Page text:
The new year has come, and January is a great time to reflect on the highlights of the year before. In the tabletop world, 2013 certainly was a big year. I got to play most of the games that I was anticipating throughout the year, and of those, I present to you my favorite 5 games of 2013.
Puppet Wars : Unstitched – Wyrd Miniatures
I was a little late to the game with Puppet Wars, but was lucky enough to get my hands on a copy of Puppet Wars : Unstitched, and it quickly became one of my favorite games from this past year. I like having a miniatures game that is somewhat quick for set-up and doesn’t require that you spend a lot of money over the years to build an army. I’ve changed up my puppet list many times while playing, and I’ve found some great combinations. The game has clear rules and fun mechanics that make each individual puppet unique and powerful, especially when combined with other puppets. I’ve recommended this game to anyone who has ever shown interest in it or in miniature games.
I mean seriously, who doesn’t think that tearing voodoo puppets apart is fun?
Conflicted : The Survival Card Game – Survivalogics, Inc
Survivalogics, Inc poked into the tabletop world this year with the production of Conflicted : The Survival Card Game, and gave us a different type of party game. While many of the party games we see now are focused on humor and don’t require you to examine your humanity and instincts, Conflicted puts those traits on the table. This was my game of choice for a few of my gaming groups to see how people reacted when faced with a hypothetically realistic SHTF scenario. More decks are planned for the future with more of a central theme for future decks, but the original game examines if you are ready for a societal collapse and pushes you to explore your boundaries, or lack thereof, when it comes to survival for yourself and your loved ones.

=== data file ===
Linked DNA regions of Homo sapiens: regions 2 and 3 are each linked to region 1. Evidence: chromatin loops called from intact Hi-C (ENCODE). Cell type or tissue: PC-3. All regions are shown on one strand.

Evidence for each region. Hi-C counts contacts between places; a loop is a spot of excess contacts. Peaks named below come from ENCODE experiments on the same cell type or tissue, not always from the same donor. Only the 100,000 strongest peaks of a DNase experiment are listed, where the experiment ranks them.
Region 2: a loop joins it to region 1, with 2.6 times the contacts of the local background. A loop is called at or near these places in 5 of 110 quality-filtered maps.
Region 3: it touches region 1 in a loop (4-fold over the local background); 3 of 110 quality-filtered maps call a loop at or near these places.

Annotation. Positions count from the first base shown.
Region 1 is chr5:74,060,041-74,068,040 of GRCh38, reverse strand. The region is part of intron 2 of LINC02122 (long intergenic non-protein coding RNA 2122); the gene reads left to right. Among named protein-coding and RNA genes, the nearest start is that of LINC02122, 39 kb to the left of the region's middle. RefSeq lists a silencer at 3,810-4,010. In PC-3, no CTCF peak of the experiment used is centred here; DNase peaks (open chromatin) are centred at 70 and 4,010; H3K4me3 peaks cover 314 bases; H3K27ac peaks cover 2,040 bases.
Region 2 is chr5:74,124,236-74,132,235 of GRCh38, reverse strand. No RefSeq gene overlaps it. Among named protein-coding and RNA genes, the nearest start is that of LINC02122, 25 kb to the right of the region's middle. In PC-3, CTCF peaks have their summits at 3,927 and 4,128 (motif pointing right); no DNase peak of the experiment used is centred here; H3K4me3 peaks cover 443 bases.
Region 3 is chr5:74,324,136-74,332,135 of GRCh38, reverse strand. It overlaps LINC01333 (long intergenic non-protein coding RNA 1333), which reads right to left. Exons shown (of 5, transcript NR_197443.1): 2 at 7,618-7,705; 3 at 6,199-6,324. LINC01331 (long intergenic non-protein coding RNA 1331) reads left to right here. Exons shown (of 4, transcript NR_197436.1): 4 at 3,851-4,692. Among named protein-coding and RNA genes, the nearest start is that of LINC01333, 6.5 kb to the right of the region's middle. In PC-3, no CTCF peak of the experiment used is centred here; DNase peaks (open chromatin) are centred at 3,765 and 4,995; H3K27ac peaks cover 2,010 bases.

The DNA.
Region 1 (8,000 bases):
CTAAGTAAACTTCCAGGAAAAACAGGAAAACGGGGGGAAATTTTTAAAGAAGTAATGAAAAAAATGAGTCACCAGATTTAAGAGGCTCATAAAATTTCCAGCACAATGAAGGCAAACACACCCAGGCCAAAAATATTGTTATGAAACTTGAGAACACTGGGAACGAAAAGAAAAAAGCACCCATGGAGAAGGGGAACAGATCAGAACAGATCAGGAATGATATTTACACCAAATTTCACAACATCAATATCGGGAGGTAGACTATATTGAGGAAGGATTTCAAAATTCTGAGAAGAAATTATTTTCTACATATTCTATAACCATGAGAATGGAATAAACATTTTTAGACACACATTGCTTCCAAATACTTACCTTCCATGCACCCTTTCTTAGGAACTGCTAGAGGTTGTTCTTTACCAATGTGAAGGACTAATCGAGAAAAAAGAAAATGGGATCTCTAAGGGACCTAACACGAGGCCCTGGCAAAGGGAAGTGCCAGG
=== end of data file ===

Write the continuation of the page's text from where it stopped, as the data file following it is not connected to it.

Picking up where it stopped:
Pathfinder Adventure Card Game – Paizo
When Paizo announced the Pathfinder Adventure Card Game, I was excited to see and play it, but wasn’t expecting how fun it would be. I approached it thinking that it’d be somewhat cut and dry, without the ability to affect the game much. What I found was a very in depth dungeon-crawling, enemy-vanquishing, treasure-collecting card game in which I actually felt like my class mattered to the group. This game requires a lot of communication and assistance among the players, which I loved. I think that gamers who don’t want the commitment of an actual RPG group but want the feel of a cooperative RPG, I would point them towards this game. With more adventure packs on the way, you’ll certainly have plenty of content to get through!
Letters From Whitechapel [Revised Edition] – Fantasy Flight Games
I know that this isn’t a *new* game, but the first time I played this was with the 2013 Revised Edition, so it made the list. I really expected this to be a game that I’d break out all the time in large groups, but I found that I was much more selective. If you don’t play with people who are confident in their trust with you, this game turns into a frustrating trainwreck. I actually enjoyed the 2 player mode for Letters from Whitechapel greatly. It is a much more serious game that does require a lot of focus, but when I want a challenge, this is my game of choice.
Ascension : Rise of Vigil – Stoneblade Entertainment
I was intrigued when Stoneblade Entertainment first announced the next Ascension game, Rise of Vigil. The use of Energy shards took the game to a new level, and enhanced the already great deck-builder. While I played with some that felt it made the game unfair, especially if a player only bought cards because of the number of Energy shards beneath it. While I do agree with that logic, oftentimes a good strategy, with or without, those shards can still win you the game. If you have nothing useful to draw with those Energy shards, you still have a large hand of nothing. This game was only made better with the release later in the year of Darkness Unleashed, which introduced Dark Energy shards.